Creativity is the only thing that is a relationship between you and you. Everything else is a relationship between you and someone else- and that relationship can be good or bad, depending upon you and another. However, the relationship between you and you is only dependent upon one person- you. It is the gift you give to yourself. Whether your work is liked or you became rich through it, depends upon the relationship between you and someone else (the viewer/patron) but that is not in your gift. It is beyond your control. Your creativity is your gift to yourself, regardless of external gifts. So always gift yourself!
We can have as many partners as we like but we will have only one set of parents. After having become a parent, I realised that there is no training for parents- you are simply handed a baby and that is it! No matter how much you read on parenting (and I should know as I read about 150 of them!) , your child will be unique and therefore no book can tell you how to handle him or her. It will be tricky and you can go along, sometimes winning, sometimes losing but as long as your child is happy and healthy, then you are fine. Parenting is a great responsibility- the responsibility to make a human being as as best as you can, with no prior training or knowledge! Can’t think of any other work that is so great and yet so under-valued.
Two days ago, I sat on the train, listening to three teenagers, complaining about their parents. It was clear that they were returning from some holiday, tanned and tired. They had fun and probably used some of their parents’ money to fund this holiday. Yet some of the stuff one the girls said about her parents made me sad. She seemed utterly ungrateful. She probably did not realise how it made her sound, how it made her look bad- not her parents.
Part of growing up includes having compassion for others, including our parents. If our parents made mistakes while bringing us up, we can be objective about it. Yet at the same time, we can keep in mind that they were subject to the emotions, mistakes and physical tiredness that parenting brings. We can identify the things in us that may be similar to our parents. Even if we don’t have any outer signs that we share some common features, we must remember that we are half of each parent. In my family, no one looks like each other. On the emotional side, my father suffers from depression and used to beat me and my sisters. I hated him for that. Now that he is a weak invalid, slowly counting his days, I remember that I am half of him. Although I am a happy optimistic person, I know that I could be like him because I share his genes. Something could turn in my life to make me depressed because the latent effect is already inside my cells. I feel compassion for him, although I remember my childhood clearly. After having overcome my habit of hoarding, for instance, I am very compassionate towards my mother who still hoards. This habit comes from her very deprived childhood and I feel compassion for her. If I did not, then I would still be a child. So compassion is not only a great healer but also helps you to grow up!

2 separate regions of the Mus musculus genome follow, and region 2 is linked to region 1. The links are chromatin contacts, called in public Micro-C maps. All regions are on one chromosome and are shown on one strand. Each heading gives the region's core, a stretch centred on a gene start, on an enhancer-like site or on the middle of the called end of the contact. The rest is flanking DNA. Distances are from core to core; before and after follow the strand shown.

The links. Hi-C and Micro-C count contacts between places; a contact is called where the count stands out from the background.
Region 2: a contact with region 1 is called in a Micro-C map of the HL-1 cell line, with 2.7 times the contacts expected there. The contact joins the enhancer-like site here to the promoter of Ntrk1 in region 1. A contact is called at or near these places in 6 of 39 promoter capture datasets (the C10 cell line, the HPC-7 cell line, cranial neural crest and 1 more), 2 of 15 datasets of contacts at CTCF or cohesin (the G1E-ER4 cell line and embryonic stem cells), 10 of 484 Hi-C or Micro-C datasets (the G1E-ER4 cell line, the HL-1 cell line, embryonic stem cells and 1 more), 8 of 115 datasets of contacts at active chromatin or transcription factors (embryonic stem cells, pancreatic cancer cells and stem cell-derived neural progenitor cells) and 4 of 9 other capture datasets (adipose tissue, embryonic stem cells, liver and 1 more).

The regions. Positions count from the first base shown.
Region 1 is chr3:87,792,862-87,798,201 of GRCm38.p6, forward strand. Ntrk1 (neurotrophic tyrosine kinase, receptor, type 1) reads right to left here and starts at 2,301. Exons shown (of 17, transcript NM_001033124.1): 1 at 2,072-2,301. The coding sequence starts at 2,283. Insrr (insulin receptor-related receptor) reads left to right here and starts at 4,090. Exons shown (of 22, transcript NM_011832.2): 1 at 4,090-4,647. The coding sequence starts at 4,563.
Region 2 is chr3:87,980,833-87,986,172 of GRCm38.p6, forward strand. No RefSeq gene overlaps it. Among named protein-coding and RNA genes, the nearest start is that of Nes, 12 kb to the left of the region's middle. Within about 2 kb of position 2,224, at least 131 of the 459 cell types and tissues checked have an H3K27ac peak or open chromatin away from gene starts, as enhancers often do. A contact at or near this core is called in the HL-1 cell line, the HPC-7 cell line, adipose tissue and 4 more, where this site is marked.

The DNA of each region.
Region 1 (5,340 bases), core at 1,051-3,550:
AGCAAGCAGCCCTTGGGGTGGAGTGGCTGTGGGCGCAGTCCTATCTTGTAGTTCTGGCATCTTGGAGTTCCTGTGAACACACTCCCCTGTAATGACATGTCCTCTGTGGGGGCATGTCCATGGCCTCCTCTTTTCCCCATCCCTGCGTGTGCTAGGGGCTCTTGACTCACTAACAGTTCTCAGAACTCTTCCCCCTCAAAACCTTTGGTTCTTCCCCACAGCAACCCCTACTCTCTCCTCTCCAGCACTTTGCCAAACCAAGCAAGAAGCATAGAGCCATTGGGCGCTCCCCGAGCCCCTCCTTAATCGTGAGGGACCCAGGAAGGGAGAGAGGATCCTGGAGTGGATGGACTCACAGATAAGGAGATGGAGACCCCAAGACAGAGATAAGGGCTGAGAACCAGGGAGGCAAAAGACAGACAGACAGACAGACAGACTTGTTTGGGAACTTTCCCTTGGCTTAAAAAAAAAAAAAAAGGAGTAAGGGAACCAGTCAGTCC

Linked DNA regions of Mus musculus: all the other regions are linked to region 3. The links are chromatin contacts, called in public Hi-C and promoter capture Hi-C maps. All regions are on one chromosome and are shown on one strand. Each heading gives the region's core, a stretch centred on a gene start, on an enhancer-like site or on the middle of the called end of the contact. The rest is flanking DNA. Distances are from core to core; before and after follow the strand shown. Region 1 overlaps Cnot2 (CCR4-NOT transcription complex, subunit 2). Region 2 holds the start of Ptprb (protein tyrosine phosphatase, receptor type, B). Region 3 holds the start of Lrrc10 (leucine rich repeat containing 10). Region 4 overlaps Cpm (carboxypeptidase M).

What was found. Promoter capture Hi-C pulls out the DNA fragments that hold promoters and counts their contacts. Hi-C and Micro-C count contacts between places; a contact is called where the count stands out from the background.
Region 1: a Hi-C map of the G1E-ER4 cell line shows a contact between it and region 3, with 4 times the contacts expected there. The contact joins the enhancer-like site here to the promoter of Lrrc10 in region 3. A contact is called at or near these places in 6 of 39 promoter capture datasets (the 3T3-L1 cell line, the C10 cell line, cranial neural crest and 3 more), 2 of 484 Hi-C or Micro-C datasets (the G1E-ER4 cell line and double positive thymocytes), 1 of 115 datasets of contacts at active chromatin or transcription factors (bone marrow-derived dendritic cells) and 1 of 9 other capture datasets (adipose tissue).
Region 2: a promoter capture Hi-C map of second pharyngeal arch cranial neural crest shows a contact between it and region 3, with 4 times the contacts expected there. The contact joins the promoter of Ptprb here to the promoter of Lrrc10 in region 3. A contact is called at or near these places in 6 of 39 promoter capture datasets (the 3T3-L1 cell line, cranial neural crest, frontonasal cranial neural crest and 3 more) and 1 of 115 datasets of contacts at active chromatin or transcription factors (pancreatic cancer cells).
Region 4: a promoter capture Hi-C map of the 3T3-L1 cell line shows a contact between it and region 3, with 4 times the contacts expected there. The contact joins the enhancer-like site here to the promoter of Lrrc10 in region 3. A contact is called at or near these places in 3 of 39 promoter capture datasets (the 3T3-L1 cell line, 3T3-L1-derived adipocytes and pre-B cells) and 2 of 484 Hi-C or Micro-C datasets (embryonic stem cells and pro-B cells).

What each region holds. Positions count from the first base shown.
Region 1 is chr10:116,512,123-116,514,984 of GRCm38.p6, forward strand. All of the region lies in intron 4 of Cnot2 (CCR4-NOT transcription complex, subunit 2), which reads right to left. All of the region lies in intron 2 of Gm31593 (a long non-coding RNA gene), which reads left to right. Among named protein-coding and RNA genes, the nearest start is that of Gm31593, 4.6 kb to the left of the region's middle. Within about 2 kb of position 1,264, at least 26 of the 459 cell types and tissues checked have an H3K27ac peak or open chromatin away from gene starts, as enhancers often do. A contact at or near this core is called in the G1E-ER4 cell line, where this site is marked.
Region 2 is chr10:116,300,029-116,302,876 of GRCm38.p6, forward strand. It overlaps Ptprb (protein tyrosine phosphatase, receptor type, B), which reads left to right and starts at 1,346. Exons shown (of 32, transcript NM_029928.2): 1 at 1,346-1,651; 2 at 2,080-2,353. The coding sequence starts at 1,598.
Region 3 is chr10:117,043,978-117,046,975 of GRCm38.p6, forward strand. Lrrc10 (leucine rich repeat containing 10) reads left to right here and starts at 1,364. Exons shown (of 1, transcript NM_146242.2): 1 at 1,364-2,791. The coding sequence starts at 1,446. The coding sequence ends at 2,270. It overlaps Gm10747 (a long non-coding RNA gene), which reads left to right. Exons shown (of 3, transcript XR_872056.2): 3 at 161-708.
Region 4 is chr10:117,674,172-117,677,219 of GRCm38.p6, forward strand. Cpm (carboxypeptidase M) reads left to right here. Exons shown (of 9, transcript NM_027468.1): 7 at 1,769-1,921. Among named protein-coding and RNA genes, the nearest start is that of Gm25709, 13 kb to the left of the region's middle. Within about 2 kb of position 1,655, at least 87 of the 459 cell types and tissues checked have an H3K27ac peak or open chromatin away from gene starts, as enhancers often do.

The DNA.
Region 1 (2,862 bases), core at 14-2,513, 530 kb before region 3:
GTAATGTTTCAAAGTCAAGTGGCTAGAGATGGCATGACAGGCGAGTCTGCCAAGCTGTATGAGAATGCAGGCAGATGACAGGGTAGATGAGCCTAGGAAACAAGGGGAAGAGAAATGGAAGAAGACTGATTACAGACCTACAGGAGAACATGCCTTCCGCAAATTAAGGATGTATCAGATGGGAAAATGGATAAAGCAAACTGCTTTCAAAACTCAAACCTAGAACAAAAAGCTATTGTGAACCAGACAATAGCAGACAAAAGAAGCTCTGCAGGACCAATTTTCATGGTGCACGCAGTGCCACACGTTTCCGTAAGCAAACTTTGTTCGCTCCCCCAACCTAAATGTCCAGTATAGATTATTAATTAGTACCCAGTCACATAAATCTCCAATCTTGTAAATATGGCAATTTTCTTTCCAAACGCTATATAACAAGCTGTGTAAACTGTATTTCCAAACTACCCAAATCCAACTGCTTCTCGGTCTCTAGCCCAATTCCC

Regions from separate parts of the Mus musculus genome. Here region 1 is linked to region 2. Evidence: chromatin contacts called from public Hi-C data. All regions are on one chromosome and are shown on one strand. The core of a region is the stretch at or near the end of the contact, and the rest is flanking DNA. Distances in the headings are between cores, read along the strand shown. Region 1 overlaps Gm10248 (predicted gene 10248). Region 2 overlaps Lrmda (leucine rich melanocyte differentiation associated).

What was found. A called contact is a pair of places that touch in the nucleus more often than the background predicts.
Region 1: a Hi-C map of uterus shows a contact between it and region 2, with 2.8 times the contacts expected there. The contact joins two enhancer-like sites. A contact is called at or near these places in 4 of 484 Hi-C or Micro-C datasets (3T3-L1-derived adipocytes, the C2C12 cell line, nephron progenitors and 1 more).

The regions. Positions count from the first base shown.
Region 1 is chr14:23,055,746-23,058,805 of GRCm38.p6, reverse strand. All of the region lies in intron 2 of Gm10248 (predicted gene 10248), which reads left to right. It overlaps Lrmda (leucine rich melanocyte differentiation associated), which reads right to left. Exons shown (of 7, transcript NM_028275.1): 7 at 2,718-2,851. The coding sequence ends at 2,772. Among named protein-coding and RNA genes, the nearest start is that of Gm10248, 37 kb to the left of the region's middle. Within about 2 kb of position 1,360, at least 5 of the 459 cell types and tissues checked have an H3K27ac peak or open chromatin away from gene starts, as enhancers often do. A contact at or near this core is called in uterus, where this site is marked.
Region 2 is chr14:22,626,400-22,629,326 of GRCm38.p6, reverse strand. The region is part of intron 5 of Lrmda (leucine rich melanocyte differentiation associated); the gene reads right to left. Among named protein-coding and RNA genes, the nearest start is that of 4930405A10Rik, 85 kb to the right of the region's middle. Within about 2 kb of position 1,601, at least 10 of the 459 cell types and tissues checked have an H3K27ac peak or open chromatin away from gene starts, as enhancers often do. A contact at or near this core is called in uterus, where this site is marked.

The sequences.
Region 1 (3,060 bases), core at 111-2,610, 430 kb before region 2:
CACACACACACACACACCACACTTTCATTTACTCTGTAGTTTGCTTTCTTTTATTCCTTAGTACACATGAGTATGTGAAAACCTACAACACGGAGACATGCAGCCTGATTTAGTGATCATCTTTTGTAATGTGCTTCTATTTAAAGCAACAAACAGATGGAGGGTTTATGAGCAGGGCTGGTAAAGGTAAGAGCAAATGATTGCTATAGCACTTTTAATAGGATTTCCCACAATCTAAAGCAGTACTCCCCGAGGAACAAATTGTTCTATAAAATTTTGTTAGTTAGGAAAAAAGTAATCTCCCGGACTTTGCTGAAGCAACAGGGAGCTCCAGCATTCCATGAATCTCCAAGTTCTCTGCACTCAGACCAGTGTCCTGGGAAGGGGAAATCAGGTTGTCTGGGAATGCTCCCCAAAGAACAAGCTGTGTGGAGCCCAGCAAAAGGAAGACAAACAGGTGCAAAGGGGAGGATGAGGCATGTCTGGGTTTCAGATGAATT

Why is it that men seek younger and younger women? If famous and rich, men will have companions 20, 30, 40, 50 years younger. But, if a woman seeks a younger man then she is called a ‘cougar’- I have never understood that. In the age of youthfulness, any woman over 35 is an ‘old woman‘.
If I look at my hero, Agatha Christie, she was happily married to a man 16 years younger than her after her divorce. And that was in the 1940’s. So, let us break some of these taboos in the 21st Century and be with someone who totally respects us, whatever our age (and his age).
To tell the truth, when I was younger, I did not have the confidence I have today. And good and kind men want confident women. If you are planning to get old with someone, they will love you even more for being a confident person, especially when youth fades. Actually if you look at many older women, Elle Macpherson and Kristin Scott-thomas, come to mind- don’t they look fantastic? They are quietly confident women, confident in their work and life. Let us follow their examples.
How many times have we waited for thing to change? For other people to respect or love us? For a marriage proposal or commitment even? I have come to the conclusion that if things are right, they happen anyway. Men in particular, change immediately when they meet the right person- they may get a job, change a job, become domesticated, want to marry, have children, whatever, etc. All that happens because they want to do it- not because you want them to do it! I had a relationship with someone- I even hate to call it a relationship now. This man was lazy, unreliable and all over the place. On the other hand, I am organised and very nurturing kind of person- and I thought that by being with me, he would naturally change. No, he did not and I wasted a long time waiting for him to change when I could have gone and found someone else. And to tell the truth, when we first met and I experienced a very unpleasant side of him and challenged him, he did say,”I am never going to change!” Yes, he was right- and how foolish I was! We live and learn as they say.